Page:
The Fellowship of Friends is a philosophical-religious organization headquartered in Oregon House, where it owns more than 1,000 acres of land and operates a vineyard and winery. It has more than 1,500 active members, according to the suit filed by Sanders.

According to the suit, Sanders joined the Fellowship in Los Angeles in 1975 and devoted "thousands of hours of his time without compensation...made money donations...exceeding $100,000, and expended
additional of his funds...in an amount exceeding $50,000."

It was not until last November, according to the complaint, that Sanders "was reliably informed for the first time that Burton was a sexual pervert and was unlawfully preying upon and doing injury to young men who were members of the defendant corporation."

Sanders was "reliably informed," according to the complaint, that Burton "was and had been from the onset of the formation of the defendant corporation, using his god-figure role as teacher, as well as the philosophical, emotional and intellectual aspects of The Fourth Way, in a manner calculated to gain absolute dominion and control over the victims of his perverted sexual appetites."

The complaint alleges, "That a number of young men who had been forcefully and unlawfully seduced by Burton had suffered serious, and in some cases irreparable, mental and physical damage..."

Sanders learned, according to the complaint, that several Fellowship members, both male and female, "were not only aware of Burton's ongoing acts of unlawful perversion, they were actually aiding and abetting such activities by (1) recruiting likely candidates therefor and (2) secretly conspiring with Burton to use the philosophies and instrumentalities of (the Fellowship) to further and encourage those activities."

The complaint says Saunders brought his allegations before Fellowship directors March 4 and "was astounded to learn for the first time that several members of the board of directors had known of Burton's sexual activities and conquests within the membership...for a significant period of time and had actually aided and abetted such acts."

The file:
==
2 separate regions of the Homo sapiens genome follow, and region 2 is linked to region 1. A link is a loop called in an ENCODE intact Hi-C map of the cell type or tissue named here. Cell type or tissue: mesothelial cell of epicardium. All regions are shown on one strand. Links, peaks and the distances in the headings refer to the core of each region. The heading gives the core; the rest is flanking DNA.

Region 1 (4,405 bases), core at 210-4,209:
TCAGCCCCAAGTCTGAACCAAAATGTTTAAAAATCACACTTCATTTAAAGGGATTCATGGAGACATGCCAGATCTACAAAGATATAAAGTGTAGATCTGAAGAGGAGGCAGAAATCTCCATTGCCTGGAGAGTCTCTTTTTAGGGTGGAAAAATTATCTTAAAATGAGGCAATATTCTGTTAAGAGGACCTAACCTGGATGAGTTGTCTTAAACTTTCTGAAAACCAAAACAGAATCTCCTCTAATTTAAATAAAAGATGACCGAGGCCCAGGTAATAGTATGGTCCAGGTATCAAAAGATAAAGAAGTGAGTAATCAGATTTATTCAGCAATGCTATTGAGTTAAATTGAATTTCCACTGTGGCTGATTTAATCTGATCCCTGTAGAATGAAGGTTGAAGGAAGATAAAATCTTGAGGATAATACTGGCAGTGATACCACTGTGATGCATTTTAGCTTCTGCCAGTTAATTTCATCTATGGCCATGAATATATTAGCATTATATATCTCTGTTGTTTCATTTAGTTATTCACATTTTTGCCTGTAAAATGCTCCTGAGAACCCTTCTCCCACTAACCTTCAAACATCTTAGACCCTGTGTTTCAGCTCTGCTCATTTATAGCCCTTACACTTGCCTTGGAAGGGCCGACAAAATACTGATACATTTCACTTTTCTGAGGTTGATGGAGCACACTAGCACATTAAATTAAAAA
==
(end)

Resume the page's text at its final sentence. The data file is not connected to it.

Sanders also was "astounded to learn," according to the complaint, that other Fellowship directors "formed a unanimous coalition supporting the status quo and thereby in effect endorsing and ratifying Burton's past and supposedly future sexual forays among the young male members of the organization."

The board adopted a resolution stating "that the Founding Minister be informed by the President that the board is reviewing his personal relationships, that any such relationships be consensual and that the Board is considering the formal discussion of the Founding Minister's personal relationships within the general membership of the Church," according to the complaint.

Shortly thereafter, Sanders was [released?] out of the organization by Burton, and the action was ratified by the Fellowship's ministerial committee March 18, according to the complaint.

The complaint charges Burton "and his co-conspirators" with concocting a scheme to:

"a. Use and abuse the fiduciary relationship between the defendant Burton and the defendant corporation on the one hand and the members and contributors to the defendant corporation on the other hand for their personal unlawful gain, and

"b. To use and abuse the fiduciary relationship existing between the defendant Burton, as founding minister, and selective members of the defendant corporation for the express purpose and intent of performing unlawful and perverted sexual acts upon the persons of said members."

"In recent days," according to the complaint, "and under the guise that financial, political, and social Armageddon is imminent throughout the world, the defendants without the advice, consent or knowledge of the membership...have been liquidating, diverting and secreting the income and assets of the defendant corporation in a manner calculated to deny its members access to or use of said diverted assets and to deny its creditors just compensation for the debts of defendant corporation.

"This course of conduct has as its calculated objective the enrichment of Burton and some or all of the other individual defendants named herein," the complaint alleges.

"In recent days," the complaint alleges, "Burton has developed a psychological set, as a direct and proximate result of his personal evolution in the dissemination of the false and fraudulent premises upon which he has constructed and operated the defendant corporation...to a paranoic level closely identified with the murderous teachings of 'Jonestown', expecting and insisting that the 'true' membership of the Fellowship blindly follow and adhere to his self destructive beliefs."